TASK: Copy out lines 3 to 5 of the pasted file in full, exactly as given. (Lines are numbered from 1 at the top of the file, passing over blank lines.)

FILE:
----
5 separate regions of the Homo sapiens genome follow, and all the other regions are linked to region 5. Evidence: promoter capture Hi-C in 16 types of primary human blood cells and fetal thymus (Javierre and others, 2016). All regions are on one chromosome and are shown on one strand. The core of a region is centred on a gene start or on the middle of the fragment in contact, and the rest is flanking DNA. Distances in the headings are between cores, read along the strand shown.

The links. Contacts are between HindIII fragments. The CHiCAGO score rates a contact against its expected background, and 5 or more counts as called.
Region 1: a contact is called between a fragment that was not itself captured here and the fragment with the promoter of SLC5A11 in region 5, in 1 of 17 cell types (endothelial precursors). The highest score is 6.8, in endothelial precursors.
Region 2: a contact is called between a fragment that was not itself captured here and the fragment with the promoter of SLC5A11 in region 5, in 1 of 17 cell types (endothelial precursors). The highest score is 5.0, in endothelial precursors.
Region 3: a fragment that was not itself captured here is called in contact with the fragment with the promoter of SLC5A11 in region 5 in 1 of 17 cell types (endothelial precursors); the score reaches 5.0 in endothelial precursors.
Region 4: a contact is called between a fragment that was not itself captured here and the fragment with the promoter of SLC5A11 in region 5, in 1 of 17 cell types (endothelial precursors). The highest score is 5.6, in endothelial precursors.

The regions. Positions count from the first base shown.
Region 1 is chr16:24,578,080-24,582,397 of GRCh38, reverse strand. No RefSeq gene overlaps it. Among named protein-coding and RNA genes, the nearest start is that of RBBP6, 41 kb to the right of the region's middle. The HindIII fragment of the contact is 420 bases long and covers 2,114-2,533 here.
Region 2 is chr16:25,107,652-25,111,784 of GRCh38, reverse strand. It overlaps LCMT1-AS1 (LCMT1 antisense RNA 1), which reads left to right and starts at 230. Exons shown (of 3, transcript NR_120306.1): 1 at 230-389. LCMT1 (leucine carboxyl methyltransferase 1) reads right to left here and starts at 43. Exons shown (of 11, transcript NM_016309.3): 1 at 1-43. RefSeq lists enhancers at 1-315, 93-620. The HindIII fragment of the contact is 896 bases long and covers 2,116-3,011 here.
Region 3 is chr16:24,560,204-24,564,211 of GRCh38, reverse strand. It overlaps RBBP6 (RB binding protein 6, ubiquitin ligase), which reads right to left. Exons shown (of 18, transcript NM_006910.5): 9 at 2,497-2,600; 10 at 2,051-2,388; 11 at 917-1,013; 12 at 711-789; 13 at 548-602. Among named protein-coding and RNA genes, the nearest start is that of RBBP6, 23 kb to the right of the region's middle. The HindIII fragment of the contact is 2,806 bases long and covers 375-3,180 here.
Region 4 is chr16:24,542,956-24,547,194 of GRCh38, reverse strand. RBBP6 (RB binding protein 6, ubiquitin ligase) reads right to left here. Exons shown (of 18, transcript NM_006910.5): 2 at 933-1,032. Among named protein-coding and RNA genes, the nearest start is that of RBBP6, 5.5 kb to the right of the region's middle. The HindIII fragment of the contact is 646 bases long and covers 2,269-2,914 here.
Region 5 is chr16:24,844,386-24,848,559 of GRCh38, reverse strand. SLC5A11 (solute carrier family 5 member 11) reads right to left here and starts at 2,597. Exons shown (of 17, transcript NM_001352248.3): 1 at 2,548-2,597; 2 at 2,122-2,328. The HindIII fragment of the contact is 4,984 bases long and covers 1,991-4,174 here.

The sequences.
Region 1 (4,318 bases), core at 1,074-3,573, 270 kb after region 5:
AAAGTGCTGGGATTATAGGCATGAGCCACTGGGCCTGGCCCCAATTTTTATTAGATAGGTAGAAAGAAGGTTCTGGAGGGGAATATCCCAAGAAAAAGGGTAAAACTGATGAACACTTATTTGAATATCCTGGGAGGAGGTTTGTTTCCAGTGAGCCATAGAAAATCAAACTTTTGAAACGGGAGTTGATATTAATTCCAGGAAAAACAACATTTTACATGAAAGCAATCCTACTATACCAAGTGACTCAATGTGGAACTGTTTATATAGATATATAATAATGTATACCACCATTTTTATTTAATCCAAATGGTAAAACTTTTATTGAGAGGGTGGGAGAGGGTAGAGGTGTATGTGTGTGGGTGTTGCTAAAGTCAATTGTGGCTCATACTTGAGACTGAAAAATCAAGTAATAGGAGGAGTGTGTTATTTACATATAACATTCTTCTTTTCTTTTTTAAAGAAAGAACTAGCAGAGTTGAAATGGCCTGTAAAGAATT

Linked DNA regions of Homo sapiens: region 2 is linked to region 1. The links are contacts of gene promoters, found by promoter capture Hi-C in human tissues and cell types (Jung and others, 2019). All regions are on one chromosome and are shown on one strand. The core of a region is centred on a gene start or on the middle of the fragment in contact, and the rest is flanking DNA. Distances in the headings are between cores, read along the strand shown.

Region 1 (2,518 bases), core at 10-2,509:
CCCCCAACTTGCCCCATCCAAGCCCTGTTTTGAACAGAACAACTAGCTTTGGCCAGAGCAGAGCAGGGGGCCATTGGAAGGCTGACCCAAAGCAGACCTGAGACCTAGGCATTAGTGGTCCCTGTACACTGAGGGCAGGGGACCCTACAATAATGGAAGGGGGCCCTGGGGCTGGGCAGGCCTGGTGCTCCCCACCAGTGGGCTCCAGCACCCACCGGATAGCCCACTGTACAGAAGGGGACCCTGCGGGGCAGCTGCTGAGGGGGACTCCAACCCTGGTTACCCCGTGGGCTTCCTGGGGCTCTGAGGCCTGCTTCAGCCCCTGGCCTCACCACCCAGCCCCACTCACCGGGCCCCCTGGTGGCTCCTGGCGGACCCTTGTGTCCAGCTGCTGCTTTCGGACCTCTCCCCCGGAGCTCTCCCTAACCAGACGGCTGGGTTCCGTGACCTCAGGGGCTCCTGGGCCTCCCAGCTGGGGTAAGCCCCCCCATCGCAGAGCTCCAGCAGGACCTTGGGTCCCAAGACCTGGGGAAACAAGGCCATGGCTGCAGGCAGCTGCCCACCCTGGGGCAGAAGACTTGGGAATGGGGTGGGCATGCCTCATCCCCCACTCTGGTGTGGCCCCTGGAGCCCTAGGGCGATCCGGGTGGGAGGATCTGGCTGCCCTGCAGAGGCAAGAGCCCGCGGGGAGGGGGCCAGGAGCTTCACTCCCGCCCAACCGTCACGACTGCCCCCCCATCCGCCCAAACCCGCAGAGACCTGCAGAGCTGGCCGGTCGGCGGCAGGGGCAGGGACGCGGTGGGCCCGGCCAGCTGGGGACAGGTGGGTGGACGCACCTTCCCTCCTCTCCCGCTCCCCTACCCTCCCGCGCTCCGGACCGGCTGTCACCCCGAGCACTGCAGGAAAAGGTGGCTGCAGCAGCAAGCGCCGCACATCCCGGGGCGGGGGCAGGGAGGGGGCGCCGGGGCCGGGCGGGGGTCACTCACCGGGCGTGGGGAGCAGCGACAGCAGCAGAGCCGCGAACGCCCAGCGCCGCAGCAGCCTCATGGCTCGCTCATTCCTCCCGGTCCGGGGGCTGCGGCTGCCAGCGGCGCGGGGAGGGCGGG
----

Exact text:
Region 1: a contact is called between a fragment that was not itself captured here and the fragment with the promoter of SLC5A11 in region 5, in 1 of 17 cell types (endothelial precursors). The highest score is 6.8, in endothelial precursors.
Region 2: a contact is called between a fragment that was not itself captured here and the fragment with the promoter of SLC5A11 in region 5, in 1 of 17 cell types (endothelial precursors). The highest score is 5.0, in endothelial precursors.
Region 3: a fragment that was not itself captured here is called in contact with the fragment with the promoter of SLC5A11 in region 5 in 1 of 17 cell types (endothelial precursors); the score reaches 5.0 in endothelial precursors.